Suck It Up Buttercup: Why the People Who Think Mental Illnesses and Neurological Disorders Need to Take Their Advice…and Work a Little Harder to Remedy Their Outdated Thinking

No less, in a time where there is no excuse to be ignorant because the very device you are using to write willfully ridiculous things allows you access to all of the right information if you just type less words into a search engine than you did into your post.

Maybe these people need to take their own advice and suck it up, as in accept that the world may be more complex than their minds can currently handle because they haven’t pushed themselves beyond a rudimentary explanation of any sort of critical thinking…because it’s uncomfortable to think hard.

And it’s also uncomfortable to have to have the same, validated, research-based, empirically supported conversations with somebody whose knowledge of the brain doesn’t go beyond the partial understanding they have of their own.

I’m tired of it. No excuses. They need to grapple with the scary and overwhelming reality that maybe the world is a little more complex than their lazy processing can handle and they need to either suck it up and say nothing or suck it up and learn something.

I got heated and now I’m not going to be able to sleep because I’m going to be cataloging every dumb thing I have seen somebody say about mental illness, learning disorders, disability, race, gender, etc. While they are different topics and realms of experience, let’s be honest, the problem is the same on all of these topics. People aren’t too lazy to proselytize incorrect information to the masses but they are too lazy to do so much as Google three words and click on the first hit.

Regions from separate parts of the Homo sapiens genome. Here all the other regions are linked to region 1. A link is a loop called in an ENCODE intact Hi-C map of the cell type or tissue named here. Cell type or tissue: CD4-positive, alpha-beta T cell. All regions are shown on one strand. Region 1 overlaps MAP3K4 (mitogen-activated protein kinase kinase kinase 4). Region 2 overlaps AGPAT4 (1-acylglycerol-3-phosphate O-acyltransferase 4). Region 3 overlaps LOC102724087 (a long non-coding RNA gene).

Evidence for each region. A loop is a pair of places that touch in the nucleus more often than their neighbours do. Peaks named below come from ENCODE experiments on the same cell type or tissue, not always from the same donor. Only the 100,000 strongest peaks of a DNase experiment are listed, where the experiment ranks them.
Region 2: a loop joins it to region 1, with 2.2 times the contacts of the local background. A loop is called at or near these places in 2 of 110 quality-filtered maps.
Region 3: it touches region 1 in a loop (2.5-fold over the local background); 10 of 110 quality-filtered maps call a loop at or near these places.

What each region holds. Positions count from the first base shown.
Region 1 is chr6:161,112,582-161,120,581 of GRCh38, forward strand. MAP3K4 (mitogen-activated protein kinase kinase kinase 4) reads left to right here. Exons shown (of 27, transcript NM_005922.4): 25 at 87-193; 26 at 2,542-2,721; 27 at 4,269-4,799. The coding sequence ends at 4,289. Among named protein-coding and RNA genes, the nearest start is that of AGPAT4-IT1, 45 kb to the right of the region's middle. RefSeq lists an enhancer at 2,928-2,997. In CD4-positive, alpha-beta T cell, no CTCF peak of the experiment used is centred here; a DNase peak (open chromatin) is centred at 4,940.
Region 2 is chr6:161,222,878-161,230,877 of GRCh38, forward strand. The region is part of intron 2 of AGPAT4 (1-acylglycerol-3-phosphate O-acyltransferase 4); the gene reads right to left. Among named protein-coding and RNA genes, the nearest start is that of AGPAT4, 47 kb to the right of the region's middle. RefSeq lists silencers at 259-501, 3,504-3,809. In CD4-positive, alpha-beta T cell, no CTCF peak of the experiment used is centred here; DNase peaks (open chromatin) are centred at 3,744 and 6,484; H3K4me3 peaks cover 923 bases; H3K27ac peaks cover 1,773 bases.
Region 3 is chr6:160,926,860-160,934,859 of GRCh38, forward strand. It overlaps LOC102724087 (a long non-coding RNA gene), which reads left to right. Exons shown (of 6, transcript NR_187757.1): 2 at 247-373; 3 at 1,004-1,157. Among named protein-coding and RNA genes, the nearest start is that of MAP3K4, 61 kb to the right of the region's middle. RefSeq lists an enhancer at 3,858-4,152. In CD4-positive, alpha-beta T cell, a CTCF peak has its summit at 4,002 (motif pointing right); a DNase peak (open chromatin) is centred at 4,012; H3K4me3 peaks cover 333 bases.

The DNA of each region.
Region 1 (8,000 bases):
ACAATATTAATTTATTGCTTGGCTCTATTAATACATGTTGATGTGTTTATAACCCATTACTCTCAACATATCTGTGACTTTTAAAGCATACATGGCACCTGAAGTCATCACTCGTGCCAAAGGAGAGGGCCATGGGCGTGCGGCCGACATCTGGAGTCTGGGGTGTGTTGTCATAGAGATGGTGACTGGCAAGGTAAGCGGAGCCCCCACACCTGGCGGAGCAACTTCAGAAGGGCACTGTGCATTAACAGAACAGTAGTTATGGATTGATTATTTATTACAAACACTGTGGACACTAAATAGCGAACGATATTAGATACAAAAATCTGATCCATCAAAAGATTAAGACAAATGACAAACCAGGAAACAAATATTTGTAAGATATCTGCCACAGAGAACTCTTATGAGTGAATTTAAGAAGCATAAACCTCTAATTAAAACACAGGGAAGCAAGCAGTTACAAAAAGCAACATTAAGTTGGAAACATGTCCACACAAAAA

Anyways, this is the quote that got me started. It is from Driven to Distraction by Edward M. Hallowell and John J. Ratey. It talks about recognizing and adapting to ADD, as well as celebrating the gifts that come from it. It also talks about people who have had it all of their lives, were not diagnosed until well into their adulthood, and have other health and personal issues because of it. I would strongly recommend you read it if you have ADD or somebody you love does. It’s enlightening and liberating in a lot of ways.

“For some people [the idea that ADHD is the caused by a neurological condition], this was, and still is, heresy…at the height of the moral model beats the conviction that willpower controls all human emotion, learning, and behavior. Under this model, the cure for depression is to cheer up. The cure for anxiety is to suck it up. And the cure for ADD is to try harder. While trying harder helps just about everything, telling someone with ADD to try harder is no more helpful than telling someone who is nearsighted to squint harder. It misses the biological point.”

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